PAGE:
• Make sure no overhead power lines are obstructing the crane operation.

 

Document these findings clearly in your maintenance logbook which should include all tests, repairs, modification, and maintenance. Keep this logbook with the crane and call upon certified professional inspection technicians and engineers as required. Never operate the crane if based on these findings it does not seem to be in safe working condition.

Crane Pre-Use Inspection Checklist: What to Inspect While the Crane is Moving

Before lifting any load with a crane, you should always inspect it while it is moving. During this inspection you should be looking out for:

  • Smooth play out of wire rope to and from a drum.
  • Sheaves are turning without binding or jerking as a rope passes over them.
  • Ropes are properly aligned where it enters the sheaves.
  • Ropes aren’t rubbing on the rope sheave guards.
  • No rubbing, scraping, or clattering noises during operation.
  • No jerky movements.
  • Controls and brakes are operating properly.

 

You should also test that the limit switch is working properly by slowly raising the hook block with no load attached to the hook.


When it doubt, always call upon the experts.

These pre-operation inspections should only be used as a way to stay on top of typical wear and tear that may lead to required maintenance.

Without inspections and maintenance, equipment failures can have a major effect on business costs, cause unscheduled outages and most importantly, could cause major and possibly deadly safety hazards. Hercules SLR offers crane certifications & LEEA-certified inspections, repairs, predictive & preventive maintenance (so you can pass those inspections!) and crane parts & accessories like wire rope slings, hoists & whatever else you need to lift.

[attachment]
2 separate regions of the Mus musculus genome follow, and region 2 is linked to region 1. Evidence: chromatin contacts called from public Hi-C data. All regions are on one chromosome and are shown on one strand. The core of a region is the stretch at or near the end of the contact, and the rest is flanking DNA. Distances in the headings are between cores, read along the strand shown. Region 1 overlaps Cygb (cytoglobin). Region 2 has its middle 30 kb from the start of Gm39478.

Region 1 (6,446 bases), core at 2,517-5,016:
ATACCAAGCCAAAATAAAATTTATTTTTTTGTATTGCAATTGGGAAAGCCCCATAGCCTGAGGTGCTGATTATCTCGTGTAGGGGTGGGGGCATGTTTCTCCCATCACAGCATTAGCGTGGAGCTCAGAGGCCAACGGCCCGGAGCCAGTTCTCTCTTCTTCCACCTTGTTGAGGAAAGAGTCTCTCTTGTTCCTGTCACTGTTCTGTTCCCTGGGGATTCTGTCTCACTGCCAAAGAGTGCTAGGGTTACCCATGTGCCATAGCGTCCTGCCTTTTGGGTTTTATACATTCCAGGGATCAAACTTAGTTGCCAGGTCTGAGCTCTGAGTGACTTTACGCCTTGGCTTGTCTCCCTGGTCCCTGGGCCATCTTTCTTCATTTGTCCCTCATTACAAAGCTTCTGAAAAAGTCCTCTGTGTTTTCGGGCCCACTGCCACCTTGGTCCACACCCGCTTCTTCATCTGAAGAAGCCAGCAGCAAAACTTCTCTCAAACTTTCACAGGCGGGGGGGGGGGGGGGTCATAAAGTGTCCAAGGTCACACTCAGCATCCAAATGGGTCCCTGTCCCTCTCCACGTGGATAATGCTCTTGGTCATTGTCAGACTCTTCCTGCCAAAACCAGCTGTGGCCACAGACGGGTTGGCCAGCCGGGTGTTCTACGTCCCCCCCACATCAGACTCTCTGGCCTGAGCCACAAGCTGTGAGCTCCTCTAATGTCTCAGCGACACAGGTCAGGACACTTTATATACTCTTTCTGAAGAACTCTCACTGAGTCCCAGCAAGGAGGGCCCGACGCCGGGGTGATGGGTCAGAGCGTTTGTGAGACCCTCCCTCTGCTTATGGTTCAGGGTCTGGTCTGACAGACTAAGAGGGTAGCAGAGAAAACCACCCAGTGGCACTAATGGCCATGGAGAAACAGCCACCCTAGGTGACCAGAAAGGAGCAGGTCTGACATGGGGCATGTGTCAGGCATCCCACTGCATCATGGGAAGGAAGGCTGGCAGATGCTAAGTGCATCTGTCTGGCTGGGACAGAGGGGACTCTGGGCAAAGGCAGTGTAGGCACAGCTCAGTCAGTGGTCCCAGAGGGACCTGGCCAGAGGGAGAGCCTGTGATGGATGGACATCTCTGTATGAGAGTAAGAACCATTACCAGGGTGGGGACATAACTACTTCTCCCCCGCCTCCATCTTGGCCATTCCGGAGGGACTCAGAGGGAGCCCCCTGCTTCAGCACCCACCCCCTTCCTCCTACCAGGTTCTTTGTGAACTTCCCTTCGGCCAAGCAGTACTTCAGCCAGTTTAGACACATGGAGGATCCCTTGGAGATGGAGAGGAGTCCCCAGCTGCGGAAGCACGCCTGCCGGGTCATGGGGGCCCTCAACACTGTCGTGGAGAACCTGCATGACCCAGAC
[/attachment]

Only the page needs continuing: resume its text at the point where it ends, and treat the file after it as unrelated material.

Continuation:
Hercules SLR has qualified technicians to inspect and service all crane classes, specifically:

  • Overhead/Bridge Cranes
    • Top Running Overhead Crane
    • Under Running Overhead Crane
    • Modular Crane
  • Gantry Cranes
  • Tower Cranes
  • Rail Road Cranes
  • Floating Cranes
  • Aerial Cranes
  • Jib Crane

Have a type of crane you need serviced, but we didn’t cover it here? Give us a call—We service anything

Find it difficult to track when your crane is do for a full inspection? We know, and we listened. Receive crane service from Hercules SLR and gain access to our free asset management service, CertTracker!


NEED A QUOTE? HAVE A QUESTION? CALL US—WE KNOW THE (WIRE) ROPES & EVERYTHING RIGGING-RELATED.

5 of the Largest and Strongest Cranes

5 of the Largest and Strongest Cranes

5 of the Largest and Strongest Cranes

There are so many types of cranes and crane equipment, which we’ve covered on the blog before—But which types of cranes are the biggest and strongest? Don’t worry, Hercules SLR is here to help.

Read on to discover what some of the mightiest cranes are and what they can do.

1. LTM 11200-9.1

LTM 11200-9.1 crane